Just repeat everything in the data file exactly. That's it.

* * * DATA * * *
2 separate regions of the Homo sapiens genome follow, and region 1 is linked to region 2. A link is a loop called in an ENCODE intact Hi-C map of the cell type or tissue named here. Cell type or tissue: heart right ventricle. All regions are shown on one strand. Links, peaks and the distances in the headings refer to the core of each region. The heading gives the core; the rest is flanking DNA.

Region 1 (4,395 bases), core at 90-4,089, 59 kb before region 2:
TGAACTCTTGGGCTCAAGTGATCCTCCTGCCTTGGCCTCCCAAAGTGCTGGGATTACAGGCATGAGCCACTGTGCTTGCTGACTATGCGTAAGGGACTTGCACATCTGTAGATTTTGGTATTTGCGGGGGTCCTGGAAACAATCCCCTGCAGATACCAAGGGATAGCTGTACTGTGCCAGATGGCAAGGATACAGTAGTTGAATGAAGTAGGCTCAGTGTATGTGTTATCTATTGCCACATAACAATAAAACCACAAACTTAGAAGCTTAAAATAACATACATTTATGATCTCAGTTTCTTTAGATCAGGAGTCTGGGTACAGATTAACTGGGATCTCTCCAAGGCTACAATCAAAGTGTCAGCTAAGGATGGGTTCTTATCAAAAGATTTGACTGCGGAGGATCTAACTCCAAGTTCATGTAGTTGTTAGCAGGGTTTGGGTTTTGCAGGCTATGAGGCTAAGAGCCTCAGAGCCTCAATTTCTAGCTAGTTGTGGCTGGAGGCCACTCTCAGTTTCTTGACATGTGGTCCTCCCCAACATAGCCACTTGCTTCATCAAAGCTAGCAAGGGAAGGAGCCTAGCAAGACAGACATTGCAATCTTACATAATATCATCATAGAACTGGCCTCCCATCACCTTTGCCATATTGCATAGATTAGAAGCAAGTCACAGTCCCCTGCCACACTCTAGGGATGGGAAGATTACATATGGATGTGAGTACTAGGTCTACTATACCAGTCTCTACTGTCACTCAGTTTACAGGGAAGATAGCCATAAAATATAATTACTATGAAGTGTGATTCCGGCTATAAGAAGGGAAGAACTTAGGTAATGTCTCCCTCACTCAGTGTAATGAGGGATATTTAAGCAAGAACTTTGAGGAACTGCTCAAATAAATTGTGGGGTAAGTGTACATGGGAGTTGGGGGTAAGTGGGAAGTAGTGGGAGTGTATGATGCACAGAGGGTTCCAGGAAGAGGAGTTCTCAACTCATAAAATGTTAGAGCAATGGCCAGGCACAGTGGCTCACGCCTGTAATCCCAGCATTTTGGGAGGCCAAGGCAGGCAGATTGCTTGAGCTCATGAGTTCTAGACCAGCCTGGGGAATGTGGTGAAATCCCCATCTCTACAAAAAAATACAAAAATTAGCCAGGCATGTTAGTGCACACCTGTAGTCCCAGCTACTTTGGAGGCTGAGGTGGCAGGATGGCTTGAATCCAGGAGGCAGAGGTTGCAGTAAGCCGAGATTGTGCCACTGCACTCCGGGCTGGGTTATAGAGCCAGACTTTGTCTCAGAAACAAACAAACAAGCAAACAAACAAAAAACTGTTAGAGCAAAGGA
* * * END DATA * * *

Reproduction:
2 separate regions of the Homo sapiens genome follow, and region 1 is linked to region 2. A link is a loop called in an ENCODE intact Hi-C map of the cell type or tissue named here. Cell type or tissue: heart right ventricle. All regions are shown on one strand. Links, peaks and the distances in the headings refer to the core of each region. The heading gives the core; the rest is flanking DNA.

Region 1 (4,395 bases), core at 90-4,089, 59 kb before region 2:
TGAACTCTTGGGCTCAAGTGATCCTCCTGCCTTGGCCTCCCAAAGTGCTGGGATTACAGGCATGAGCCACTGTGCTTGCTGACTATGCGTAAGGGACTTGCACATCTGTAGATTTTGGTATTTGCGGGGGTCCTGGAAACAATCCCCTGCAGATACCAAGGGATAGCTGTACTGTGCCAGATGGCAAGGATACAGTAGTTGAATGAAGTAGGCTCAGTGTATGTGTTATCTATTGCCACATAACAATAAAACCACAAACTTAGAAGCTTAAAATAACATACATTTATGATCTCAGTTTCTTTAGATCAGGAGTCTGGGTACAGATTAACTGGGATCTCTCCAAGGCTACAATCAAAGTGTCAGCTAAGGATGGGTTCTTATCAAAAGATTTGACTGCGGAGGATCTAACTCCAAGTTCATGTAGTTGTTAGCAGGGTTTGGGTTTTGCAGGCTATGAGGCTAAGAGCCTCAGAGCCTCAATTTCTAGCTAGTTGTGGCTGGAGGCCACTCTCAGTTTCTTGACATGTGGTCCTCCCCAACATAGCCACTTGCTTCATCAAAGCTAGCAAGGGAAGGAGCCTAGCAAGACAGACATTGCAATCTTACATAATATCATCATAGAACTGGCCTCCCATCACCTTTGCCATATTGCATAGATTAGAAGCAAGTCACAGTCCCCTGCCACACTCTAGGGATGGGAAGATTACATATGGATGTGAGTACTAGGTCTACTATACCAGTCTCTACTGTCACTCAGTTTACAGGGAAGATAGCCATAAAATATAATTACTATGAAGTGTGATTCCGGCTATAAGAAGGGAAGAACTTAGGTAATGTCTCCCTCACTCAGTGTAATGAGGGATATTTAAGCAAGAACTTTGAGGAACTGCTCAAATAAATTGTGGGGTAAGTGTACATGGGAGTTGGGGGTAAGTGGGAAGTAGTGGGAGTGTATGATGCACAGAGGGTTCCAGGAAGAGGAGTTCTCAACTCATAAAATGTTAGAGCAATGGCCAGGCACAGTGGCTCACGCCTGTAATCCCAGCATTTTGGGAGGCCAAGGCAGGCAGATTGCTTGAGCTCATGAGTTCTAGACCAGCCTGGGGAATGTGGTGAAATCCCCATCTCTACAAAAAAATACAAAAATTAGCCAGGCATGTTAGTGCACACCTGTAGTCCCAGCTACTTTGGAGGCTGAGGTGGCAGGATGGCTTGAATCCAGGAGGCAGAGGTTGCAGTAAGCCGAGATTGTGCCACTGCACTCCGGGCTGGGTTATAGAGCCAGACTTTGTCTCAGAAACAAACAAACAAGCAAACAAACAAAAAACTGTTAGAGCAAAGGA